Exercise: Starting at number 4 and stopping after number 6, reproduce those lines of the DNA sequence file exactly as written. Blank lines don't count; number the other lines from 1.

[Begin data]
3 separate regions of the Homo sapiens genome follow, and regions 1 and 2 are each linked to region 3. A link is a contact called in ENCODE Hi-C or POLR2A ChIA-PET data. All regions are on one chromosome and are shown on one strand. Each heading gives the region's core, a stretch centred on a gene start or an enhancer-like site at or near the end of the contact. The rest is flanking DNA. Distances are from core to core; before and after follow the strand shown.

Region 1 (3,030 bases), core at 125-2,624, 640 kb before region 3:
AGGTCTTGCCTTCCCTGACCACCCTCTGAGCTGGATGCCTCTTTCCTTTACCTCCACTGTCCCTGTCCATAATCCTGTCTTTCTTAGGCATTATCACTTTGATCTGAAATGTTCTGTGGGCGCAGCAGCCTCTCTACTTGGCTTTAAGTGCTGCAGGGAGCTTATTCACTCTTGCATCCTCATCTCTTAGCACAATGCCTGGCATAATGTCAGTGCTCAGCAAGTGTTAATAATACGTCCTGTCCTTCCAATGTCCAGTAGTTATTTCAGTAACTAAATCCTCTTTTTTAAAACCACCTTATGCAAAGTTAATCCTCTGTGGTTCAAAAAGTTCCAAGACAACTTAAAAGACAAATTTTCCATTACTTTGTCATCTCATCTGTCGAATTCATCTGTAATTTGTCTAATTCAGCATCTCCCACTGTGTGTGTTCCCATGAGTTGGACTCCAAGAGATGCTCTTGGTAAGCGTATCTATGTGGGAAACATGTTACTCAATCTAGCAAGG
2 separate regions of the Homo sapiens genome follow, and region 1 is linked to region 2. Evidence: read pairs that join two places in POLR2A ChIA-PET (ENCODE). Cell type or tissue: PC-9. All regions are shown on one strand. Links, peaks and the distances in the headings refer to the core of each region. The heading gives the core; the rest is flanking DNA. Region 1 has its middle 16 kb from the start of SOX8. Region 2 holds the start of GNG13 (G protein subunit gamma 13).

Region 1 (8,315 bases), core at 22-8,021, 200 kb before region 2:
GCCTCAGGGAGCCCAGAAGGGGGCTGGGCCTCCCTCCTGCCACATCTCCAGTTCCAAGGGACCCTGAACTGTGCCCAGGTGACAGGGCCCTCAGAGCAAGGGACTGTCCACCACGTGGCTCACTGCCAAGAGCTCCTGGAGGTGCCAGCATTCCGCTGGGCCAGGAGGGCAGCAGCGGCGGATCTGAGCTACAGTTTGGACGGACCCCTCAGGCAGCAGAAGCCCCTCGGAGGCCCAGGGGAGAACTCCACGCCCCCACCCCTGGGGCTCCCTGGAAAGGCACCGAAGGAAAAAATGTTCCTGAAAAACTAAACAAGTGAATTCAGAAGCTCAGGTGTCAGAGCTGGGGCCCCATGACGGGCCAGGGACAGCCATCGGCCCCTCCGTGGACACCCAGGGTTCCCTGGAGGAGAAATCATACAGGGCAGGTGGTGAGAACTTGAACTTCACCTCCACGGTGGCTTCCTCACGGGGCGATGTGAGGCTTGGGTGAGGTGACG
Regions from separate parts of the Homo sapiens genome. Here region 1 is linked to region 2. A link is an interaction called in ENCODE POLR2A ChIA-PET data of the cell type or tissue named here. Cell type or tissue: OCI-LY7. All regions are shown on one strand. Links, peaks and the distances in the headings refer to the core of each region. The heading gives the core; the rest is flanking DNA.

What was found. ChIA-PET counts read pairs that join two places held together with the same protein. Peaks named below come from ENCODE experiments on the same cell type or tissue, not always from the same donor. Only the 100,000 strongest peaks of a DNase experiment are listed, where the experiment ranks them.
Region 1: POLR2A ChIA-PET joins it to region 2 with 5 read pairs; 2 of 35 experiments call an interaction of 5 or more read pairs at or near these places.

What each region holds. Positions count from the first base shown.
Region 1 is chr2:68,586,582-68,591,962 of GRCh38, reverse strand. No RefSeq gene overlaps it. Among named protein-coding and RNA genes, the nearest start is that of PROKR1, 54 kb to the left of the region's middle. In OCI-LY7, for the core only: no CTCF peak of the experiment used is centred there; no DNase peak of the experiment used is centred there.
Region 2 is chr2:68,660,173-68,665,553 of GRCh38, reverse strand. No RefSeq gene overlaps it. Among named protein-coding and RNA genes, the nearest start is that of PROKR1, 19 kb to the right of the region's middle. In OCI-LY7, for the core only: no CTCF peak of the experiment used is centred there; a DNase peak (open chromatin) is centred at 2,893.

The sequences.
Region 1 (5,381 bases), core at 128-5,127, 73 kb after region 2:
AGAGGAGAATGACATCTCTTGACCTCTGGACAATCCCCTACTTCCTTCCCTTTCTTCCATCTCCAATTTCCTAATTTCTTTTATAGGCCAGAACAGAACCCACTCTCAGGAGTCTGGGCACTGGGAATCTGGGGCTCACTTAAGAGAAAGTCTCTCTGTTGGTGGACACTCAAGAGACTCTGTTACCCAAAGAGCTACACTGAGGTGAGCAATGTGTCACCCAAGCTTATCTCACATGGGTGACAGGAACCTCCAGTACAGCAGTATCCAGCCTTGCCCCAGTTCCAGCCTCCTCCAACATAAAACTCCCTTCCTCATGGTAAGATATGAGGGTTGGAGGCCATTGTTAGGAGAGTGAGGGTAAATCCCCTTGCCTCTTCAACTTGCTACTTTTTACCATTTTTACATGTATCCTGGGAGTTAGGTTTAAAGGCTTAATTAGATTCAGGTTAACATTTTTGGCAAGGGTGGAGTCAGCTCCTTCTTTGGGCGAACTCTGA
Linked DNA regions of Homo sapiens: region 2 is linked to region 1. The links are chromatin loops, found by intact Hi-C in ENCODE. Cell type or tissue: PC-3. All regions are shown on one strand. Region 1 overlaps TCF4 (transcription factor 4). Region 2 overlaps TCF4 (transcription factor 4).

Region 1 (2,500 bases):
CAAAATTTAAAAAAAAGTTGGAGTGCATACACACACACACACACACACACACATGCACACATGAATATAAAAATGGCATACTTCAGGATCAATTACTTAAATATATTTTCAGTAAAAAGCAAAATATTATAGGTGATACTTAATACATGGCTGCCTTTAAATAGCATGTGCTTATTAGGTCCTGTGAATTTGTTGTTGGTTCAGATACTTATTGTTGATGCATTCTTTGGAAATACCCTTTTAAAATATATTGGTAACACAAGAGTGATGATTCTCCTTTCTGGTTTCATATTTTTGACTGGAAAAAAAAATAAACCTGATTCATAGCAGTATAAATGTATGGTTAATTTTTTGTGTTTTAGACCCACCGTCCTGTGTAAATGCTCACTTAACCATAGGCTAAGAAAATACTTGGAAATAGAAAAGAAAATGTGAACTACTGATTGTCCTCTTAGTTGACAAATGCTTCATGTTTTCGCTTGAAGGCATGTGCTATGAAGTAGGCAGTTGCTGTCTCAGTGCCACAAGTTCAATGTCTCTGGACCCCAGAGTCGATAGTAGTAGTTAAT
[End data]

2 separate regions of the Homo sapiens genome follow, and region 1 is linked to region 2. Evidence: read pairs that join two places in POLR2A ChIA-PET (ENCODE). Cell type or tissue: PC-9. All regions are shown on one strand. Links, peaks and the distances in the headings refer to the core of each region. The heading gives the core; the rest is flanking DNA. Region 1 has its middle 16 kb from the start of SOX8. Region 2 holds the start of GNG13 (G protein subunit gamma 13).

Region 1 (8,315 bases), core at 22-8,021, 200 kb before region 2:
GCCTCAGGGAGCCCAGAAGGGGGCTGGGCCTCCCTCCTGCCACATCTCCAGTTCCAAGGGACCCTGAACTGTGCCCAGGTGACAGGGCCCTCAGAGCAAGGGACTGTCCACCACGTGGCTCACTGCCAAGAGCTCCTGGAGGTGCCAGCATTCCGCTGGGCCAGGAGGGCAGCAGCGGCGGATCTGAGCTACAGTTTGGACGGACCCCTCAGGCAGCAGAAGCCCCTCGGAGGCCCAGGGGAGAACTCCACGCCCCCACCCCTGGGGCTCCCTGGAAAGGCACCGAAGGAAAAAATGTTCCTGAAAAACTAAACAAGTGAATTCAGAAGCTCAGGTGTCAGAGCTGGGGCCCCATGACGGGCCAGGGACAGCCATCGGCCCCTCCGTGGACACCCAGGGTTCCCTGGAGGAGAAATCATACAGGGCAGGTGGTGAGAACTTGAACTTCACCTCCACGGTGGCTTCCTCACGGGGCGATGTGAGGCTTGGGTGAGGTGACG